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I specialize in helping athletes of all ages overcome performance fears, blocks and slumps. What quite often fuels these problems are spoken or unspoken parental expectations and the child-athlete's inner response to them.

Here's how it works: A parent may openly pressure their child to perform and respond unfavorably when that child fails to meet...

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There are some pains that you want to push yourself through whenever you train or compete. Then there are some pains that you want to carefully listen to and back down from because they represent important information from your body telling you that, "You're injured and need to stop!" When you push yourself through the first kind of discomfort, the pain and fatigue of oxygen debt from hard training, you get stronger and build endurance. When you try to push yourself through the second kind of pain because you want to be "tough" or don't...

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They say that "talk is cheap." They also say that "after everything is said and done, more is said than done." If you want to really teach your child-athlete some valuable life lessons, then forget all of this worthless chatter. Instead, why not use the most powerful teaching/parenting tool available to you? MODELING 

The way your children will learn the fastest and best from you is by mirroring your behaviors. This is really how all of us naturally learn. Long before we could...

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You make all of the practices regardless of how crappy you're feeling. They, on the other hand, don't show up if they have a hangnail! Most days you're the first one at training and the last one to leave. They often come late and leave early. ...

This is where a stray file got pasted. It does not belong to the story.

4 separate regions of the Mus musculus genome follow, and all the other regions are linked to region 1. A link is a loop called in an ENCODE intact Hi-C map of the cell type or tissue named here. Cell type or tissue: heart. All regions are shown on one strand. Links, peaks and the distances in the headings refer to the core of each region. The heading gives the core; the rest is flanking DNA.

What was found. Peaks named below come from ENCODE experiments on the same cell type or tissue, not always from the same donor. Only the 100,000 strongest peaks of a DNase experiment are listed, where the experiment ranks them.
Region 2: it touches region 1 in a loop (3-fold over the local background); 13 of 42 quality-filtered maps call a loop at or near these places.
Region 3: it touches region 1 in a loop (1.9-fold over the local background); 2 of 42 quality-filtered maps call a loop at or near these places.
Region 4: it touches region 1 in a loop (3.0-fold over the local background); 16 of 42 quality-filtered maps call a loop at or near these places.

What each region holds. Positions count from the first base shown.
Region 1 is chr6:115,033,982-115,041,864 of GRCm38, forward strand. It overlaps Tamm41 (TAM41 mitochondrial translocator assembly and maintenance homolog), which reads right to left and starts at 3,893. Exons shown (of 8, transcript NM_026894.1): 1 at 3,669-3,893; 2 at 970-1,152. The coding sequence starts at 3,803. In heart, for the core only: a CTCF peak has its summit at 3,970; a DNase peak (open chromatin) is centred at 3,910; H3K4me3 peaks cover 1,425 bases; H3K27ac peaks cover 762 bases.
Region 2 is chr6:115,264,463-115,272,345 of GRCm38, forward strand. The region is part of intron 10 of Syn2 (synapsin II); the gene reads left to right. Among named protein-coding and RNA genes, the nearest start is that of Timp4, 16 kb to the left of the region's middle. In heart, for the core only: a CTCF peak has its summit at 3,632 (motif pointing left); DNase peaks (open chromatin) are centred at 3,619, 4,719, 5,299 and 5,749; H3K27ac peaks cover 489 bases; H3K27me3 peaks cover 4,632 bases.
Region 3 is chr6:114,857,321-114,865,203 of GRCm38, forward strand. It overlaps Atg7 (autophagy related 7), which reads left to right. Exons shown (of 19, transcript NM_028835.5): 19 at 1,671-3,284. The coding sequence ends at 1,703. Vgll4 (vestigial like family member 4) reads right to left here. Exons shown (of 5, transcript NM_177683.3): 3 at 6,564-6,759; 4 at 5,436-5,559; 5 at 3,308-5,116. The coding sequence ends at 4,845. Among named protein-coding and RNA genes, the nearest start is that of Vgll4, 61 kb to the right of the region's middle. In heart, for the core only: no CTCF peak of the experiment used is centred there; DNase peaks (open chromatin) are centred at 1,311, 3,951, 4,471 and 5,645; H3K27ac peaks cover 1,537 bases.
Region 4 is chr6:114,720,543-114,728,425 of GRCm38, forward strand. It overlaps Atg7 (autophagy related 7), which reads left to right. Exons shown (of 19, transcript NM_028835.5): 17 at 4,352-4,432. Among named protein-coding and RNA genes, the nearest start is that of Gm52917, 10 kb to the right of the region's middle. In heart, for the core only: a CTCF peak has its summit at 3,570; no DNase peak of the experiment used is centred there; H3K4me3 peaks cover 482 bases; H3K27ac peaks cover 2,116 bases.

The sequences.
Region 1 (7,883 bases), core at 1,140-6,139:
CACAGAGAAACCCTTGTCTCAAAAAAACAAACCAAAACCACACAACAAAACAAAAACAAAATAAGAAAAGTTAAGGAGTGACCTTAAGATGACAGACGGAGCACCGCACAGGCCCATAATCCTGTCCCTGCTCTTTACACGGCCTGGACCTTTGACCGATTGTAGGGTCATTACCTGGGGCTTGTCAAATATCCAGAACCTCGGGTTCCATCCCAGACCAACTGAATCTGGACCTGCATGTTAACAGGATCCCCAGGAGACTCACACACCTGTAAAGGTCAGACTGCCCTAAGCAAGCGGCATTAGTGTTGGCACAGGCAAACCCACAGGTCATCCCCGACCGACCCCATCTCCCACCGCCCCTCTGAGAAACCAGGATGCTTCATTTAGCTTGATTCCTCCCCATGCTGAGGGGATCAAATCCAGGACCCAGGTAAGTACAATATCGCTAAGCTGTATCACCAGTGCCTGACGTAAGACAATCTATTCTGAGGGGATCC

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Want an excellent way to kill your self-confidence and pull the plug on your motivation at the same time? If so, then try COMPARISON. Take your performance and compare it with a teammate's, an opponent's or anyone else's. It's a surefire way to get you feeling badly about yourself.

One of my athletes competed over the weekend in a swim meet. He had a chronic problem of getting much too nervous before his performances and, as a consequence, would always underachieve. However,...

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I recently got a disturbing email from a father of a 10 year old lacrosse player. The boy had been playing the game for almost 5 years and absolutely loved it. Lately however, his happiness on the field had been replaced by sadness, frustration and an ever dimishing self-confidence. The problem seemed to have started early on in the season when the boy made a mistake during a game and was immediately benched by his coach for the rest of the game. 

For the remainder of the season, the coach only played this boy one to two minutes per game. As a consequence, the time he was on the...

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